By Simon Kaheru
UGANDA! This might be coming to your attention a bit late, but you have a whole month to go, so don’t say nobody mentioned it. YOU are hosting the ICC World Cricket League Division 3 Tournament right here in Kampala NEXT MONTH for TEN DAYS.
The ICC is the International Cricket Council and is the world’s governing body of the game or sport called Cricket.
According to http://www.topendsports.com Cricket is the world’s number two (2) sport, with an estimated 2.5billion fans mostly in Asia, Australia and the UK (and Uganda!), after soccer with an estimated 3.5billion fans in Europe, Africa, Asia and America. The site http://www.mostpopularsports.net lists Cricket as the world’s number three (3) sport. They calculate this by analysing website visitor traffic using the Alexa traffic ranks of over 300 top sports websites.
http://www.mostpopularsports.net figures that Cricket is the most popular sport in five (5) countries with a combined population of more than 1.4billion people, and one of the top three (3) in ten countries with a combined population of 3.6billion people.
So, nationally, our hosting the ICC World Cricket League Division 3 Tournament means we are likely to be the focus of attention for nearly half the population of the entire world for TEN RUNNING DAYS.
The economists should have some formula that works out, for instance, what we stand to benefit if just 1% of those 3.6billion people choose to visit Uganda as tourists. That would be 36million tourists.
The Ministry of Tourism figures from 2015 estimate that a tourist injects about US$132 dollars into the country every day on a six-day visit. That means that we could earn US$4.75billion A DAY from those tourists if they all came in at once – though it would be a tight fit within the national creases.
But at least you see the picture?
If we used this opportunity right and got those 36million tourists (1% of people watching the Tournament) to visit over a period of a year, then Uganda would earn US$1.8billion in visa fees alone at US$50 per visa. Add to that the money paid in by the airlines bringing them, the 36million taxi rides, 36 million Rolexes and empoombo sold…
Like that, like that.
So we have many opportunities right here, right now.
Mind you, we had these same opportunities right here in Kampala back in 2014 when Uganda was just about to host the same Tournament of that year.
But, sadly, our right to host got cancelled at the last minute and the tournament was moved to Malaysia. See, in September of 2014, just a month before the Tournament was set to launch, the Police here announced that they had “seized explosives from a suspected Islamist militant cell”.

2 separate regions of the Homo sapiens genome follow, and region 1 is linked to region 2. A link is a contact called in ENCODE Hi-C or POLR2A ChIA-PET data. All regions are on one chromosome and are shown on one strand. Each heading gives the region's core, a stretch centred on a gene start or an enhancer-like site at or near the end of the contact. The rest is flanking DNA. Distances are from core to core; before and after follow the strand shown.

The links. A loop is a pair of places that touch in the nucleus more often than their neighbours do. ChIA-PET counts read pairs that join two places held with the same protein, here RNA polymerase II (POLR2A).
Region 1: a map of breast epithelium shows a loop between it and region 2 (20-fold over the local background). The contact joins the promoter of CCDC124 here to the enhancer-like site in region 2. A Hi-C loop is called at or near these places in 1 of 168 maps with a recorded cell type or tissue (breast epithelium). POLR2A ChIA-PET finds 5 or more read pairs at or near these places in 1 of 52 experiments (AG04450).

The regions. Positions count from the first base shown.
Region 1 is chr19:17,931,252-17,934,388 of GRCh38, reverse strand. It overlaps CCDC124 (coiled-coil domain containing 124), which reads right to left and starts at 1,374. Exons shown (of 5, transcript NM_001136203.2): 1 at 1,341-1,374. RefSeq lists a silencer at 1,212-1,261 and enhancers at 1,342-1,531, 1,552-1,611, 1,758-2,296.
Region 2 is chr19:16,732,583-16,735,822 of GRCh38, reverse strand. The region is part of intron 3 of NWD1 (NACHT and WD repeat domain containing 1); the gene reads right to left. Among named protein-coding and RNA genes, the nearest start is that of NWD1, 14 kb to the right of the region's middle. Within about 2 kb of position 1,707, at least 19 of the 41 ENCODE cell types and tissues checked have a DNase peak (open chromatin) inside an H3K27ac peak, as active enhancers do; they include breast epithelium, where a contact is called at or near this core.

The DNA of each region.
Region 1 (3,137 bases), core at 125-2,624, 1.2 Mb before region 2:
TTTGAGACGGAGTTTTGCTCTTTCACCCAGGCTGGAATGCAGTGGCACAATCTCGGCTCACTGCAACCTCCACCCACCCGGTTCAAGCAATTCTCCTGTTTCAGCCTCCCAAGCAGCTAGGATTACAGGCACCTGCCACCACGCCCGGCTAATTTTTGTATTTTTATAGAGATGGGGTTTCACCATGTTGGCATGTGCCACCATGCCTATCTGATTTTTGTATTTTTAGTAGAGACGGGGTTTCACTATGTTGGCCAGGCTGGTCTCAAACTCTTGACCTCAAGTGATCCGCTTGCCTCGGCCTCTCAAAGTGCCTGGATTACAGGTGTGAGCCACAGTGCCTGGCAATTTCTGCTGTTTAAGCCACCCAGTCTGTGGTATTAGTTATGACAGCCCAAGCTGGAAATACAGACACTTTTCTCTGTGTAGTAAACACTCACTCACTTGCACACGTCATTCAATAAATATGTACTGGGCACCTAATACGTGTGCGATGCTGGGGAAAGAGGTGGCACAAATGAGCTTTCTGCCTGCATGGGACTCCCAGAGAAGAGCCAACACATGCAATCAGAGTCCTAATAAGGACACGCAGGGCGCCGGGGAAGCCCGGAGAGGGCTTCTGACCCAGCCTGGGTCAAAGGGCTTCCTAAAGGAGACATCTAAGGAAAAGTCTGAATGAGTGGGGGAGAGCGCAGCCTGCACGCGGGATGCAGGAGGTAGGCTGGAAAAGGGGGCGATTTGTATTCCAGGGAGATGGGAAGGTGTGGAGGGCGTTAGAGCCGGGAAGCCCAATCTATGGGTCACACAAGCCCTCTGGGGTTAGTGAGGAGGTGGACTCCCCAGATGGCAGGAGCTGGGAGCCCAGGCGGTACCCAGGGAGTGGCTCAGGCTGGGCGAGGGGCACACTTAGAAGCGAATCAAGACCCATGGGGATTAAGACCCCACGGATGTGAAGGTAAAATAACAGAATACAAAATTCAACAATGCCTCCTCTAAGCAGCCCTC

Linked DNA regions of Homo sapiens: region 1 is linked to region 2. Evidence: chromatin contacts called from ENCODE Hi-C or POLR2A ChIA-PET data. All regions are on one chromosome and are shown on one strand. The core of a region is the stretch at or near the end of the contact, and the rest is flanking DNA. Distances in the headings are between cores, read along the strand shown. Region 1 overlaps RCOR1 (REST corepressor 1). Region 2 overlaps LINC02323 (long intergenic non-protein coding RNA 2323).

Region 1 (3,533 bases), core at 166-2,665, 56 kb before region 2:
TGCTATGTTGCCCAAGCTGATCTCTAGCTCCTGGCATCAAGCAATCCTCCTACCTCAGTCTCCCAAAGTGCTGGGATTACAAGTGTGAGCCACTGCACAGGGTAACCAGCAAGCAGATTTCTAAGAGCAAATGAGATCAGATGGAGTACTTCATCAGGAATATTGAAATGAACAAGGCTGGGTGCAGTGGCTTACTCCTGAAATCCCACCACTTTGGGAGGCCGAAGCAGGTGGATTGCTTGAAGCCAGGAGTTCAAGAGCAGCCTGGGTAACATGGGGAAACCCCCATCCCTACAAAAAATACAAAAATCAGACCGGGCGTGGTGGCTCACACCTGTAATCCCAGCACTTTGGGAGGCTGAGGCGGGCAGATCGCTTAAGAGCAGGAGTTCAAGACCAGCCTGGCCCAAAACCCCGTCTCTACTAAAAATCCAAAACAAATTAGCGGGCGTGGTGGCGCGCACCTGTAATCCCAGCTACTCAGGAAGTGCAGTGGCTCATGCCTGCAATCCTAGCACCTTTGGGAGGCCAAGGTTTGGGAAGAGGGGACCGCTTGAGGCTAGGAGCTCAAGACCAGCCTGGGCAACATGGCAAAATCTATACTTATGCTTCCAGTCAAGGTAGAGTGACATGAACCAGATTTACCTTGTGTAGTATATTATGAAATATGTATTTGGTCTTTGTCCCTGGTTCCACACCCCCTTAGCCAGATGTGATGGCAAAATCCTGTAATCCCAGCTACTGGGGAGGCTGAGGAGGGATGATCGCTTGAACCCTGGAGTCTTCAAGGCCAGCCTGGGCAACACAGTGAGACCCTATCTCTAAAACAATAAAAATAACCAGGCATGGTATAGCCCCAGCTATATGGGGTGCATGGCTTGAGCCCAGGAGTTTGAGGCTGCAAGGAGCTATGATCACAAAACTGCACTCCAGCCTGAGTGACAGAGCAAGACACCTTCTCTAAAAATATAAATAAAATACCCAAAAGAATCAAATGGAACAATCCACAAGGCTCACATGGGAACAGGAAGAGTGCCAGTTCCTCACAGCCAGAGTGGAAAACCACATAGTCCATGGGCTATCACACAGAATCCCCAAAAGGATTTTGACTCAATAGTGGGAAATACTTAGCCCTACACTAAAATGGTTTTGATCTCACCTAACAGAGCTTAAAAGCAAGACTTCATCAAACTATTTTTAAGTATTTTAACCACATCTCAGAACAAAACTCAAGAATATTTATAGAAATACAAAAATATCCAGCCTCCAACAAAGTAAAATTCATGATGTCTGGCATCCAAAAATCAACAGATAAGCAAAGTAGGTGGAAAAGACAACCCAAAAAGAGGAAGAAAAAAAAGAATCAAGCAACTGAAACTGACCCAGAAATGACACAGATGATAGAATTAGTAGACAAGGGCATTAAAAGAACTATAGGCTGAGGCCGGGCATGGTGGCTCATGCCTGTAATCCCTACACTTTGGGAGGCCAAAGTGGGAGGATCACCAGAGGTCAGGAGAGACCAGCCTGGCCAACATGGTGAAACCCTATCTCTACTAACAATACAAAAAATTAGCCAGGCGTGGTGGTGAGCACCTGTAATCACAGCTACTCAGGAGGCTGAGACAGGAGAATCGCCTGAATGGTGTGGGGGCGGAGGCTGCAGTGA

We were out for a duck.
Commendable work at securing the nation, of course, and we applauded. The BBC reported, at that time back then in 2014 (I have to stress this in case someone makes a mistake) that those al-Shabaab chaps were planning an attack. This was after a US Embassy warning that there were likely to be revenge attacks after an air strike in Somalia that killed al-Shabaab boss, Ahmed Abdi Godane.
That opportunity went up in smoke – which was better than buildings and people doing so, of course, so nobody is really complaining about the Police doing its work.
But this time round we need to grip our bats tightly and swing the opportunity for a century of national benefits that will stop us complaining about how tight the economy is.
The number of people coming in for the Tournament itself is not massive in a way that will constitute the end-all of this opportunity. There are only 112 team players coming in and possibly not as many officials. I would be pleasantly surprised if more than ten times that number came in to watch the games live at the venues.
But those who will be tuning in on TV and reading the newspapers? Millions upon millions. There are cricket-crazy countries like India and Pakistan where the sport is almost a religion; those two countries alone account for a fifth of the world’s population and they WILL tune in to watch.
If we focus our tourism and investment promotion efforts on just those two countries for the next one month and during the tournament then our economic umpires will be shouting “Howzat?!” all the way to the bank.
And now, if you don’t know what that word means, start off by reading up on your cricket terms and terminologies – because 3.6billion people worldwide will be more likely to find your website or order for your product if you speak their language.
The ICC has bowled well; it’s up to us to bat our way right down the order and collect all runs and extras along the way. This is not the time for dead balls or maidens, people! It is time for Cricket!